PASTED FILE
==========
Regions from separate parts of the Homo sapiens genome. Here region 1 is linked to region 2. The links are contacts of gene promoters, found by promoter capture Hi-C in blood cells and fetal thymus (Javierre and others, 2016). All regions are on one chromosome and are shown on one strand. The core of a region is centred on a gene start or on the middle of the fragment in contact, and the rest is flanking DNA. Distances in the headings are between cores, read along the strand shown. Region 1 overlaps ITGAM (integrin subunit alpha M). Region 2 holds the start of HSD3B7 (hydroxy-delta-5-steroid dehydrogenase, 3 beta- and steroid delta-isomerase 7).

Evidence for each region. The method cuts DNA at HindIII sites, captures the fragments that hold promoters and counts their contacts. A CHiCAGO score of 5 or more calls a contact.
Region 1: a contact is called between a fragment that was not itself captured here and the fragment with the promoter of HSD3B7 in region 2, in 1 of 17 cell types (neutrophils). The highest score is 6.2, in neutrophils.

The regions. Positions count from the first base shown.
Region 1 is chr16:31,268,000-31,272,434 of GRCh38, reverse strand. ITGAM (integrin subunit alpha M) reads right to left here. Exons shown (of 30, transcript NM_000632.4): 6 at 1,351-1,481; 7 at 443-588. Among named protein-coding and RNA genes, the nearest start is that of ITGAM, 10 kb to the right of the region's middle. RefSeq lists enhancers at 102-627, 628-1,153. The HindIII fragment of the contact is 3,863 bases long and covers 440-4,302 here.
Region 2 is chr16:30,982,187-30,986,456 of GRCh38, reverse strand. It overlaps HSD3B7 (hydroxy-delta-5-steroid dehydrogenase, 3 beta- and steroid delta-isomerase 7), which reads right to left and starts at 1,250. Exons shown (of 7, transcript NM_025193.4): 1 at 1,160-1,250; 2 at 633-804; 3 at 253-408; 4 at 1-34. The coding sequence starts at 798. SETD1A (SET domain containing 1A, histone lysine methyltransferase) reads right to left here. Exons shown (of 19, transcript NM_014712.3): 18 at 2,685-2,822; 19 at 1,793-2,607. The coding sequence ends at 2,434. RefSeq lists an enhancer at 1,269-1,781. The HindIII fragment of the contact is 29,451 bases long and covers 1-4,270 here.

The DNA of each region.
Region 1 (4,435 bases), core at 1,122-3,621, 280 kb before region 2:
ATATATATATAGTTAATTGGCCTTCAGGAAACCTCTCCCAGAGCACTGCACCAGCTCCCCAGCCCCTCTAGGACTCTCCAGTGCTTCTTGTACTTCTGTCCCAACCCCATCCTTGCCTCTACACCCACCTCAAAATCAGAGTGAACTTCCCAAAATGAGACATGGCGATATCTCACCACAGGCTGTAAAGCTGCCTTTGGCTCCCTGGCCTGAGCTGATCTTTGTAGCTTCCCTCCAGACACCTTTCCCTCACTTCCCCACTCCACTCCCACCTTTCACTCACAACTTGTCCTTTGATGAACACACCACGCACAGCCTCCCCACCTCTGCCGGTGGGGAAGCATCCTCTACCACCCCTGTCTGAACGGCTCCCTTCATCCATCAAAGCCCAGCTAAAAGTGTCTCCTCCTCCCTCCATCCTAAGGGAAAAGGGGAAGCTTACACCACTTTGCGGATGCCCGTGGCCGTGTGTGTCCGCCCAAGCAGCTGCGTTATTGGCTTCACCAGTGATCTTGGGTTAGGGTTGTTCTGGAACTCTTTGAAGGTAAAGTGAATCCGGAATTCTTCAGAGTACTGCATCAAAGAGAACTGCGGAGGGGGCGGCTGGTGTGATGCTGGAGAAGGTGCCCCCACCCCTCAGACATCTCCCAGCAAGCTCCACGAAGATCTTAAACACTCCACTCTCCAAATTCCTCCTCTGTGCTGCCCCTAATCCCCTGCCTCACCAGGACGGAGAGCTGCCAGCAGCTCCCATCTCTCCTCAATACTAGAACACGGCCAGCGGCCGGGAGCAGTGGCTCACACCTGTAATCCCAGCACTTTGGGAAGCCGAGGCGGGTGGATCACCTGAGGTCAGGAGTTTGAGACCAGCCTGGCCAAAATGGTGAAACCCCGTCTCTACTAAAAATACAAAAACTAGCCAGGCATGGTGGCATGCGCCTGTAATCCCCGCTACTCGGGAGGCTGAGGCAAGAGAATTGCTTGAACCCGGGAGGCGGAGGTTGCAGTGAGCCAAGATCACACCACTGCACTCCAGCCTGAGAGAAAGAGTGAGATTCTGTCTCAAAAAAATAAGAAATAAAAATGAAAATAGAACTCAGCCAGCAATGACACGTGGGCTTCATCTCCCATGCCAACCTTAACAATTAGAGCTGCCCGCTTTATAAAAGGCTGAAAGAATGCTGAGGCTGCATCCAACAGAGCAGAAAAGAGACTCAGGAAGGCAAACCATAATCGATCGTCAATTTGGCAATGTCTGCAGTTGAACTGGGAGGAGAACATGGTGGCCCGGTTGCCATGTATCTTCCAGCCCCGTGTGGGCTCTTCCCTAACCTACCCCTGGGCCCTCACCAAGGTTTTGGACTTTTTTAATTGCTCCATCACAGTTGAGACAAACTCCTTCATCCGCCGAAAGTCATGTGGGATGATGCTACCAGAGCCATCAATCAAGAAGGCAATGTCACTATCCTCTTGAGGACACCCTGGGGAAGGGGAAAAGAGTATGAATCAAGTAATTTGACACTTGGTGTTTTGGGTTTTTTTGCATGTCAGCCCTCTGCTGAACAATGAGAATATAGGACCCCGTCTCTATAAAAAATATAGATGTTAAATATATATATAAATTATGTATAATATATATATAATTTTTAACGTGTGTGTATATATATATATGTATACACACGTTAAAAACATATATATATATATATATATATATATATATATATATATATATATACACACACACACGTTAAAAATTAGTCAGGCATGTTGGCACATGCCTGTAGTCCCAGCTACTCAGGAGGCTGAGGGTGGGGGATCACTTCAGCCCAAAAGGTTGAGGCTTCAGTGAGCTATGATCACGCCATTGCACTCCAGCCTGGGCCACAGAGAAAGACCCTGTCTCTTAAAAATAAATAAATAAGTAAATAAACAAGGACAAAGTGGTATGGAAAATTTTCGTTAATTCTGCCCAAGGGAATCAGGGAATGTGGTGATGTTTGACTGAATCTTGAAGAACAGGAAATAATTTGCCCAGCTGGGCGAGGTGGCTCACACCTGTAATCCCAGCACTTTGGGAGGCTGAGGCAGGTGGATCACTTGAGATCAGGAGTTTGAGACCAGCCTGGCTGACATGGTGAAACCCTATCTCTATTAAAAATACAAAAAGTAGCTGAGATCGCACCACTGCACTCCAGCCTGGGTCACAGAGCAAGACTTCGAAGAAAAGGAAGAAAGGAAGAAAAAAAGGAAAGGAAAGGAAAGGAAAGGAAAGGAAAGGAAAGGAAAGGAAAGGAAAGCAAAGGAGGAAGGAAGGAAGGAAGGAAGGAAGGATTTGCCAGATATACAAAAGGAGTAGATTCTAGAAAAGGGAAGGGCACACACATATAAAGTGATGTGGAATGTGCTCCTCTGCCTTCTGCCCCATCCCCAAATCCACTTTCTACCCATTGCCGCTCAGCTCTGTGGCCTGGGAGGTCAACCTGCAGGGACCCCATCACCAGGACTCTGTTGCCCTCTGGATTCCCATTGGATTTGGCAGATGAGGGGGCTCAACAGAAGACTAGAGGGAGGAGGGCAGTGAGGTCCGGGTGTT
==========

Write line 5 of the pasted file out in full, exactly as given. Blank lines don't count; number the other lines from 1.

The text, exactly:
Region 1 is chr16:31,268,000-31,272,434 of GRCh38, reverse strand. ITGAM (integrin subunit alpha M) reads right to left here. Exons shown (of 30, transcript NM_000632.4): 6 at 1,351-1,481; 7 at 443-588. Among named protein-coding and RNA genes, the nearest start is that of ITGAM, 10 kb to the right of the region's middle. RefSeq lists enhancers at 102-627, 628-1,153. The HindIII fragment of the contact is 3,863 bases long and covers 440-4,302 here.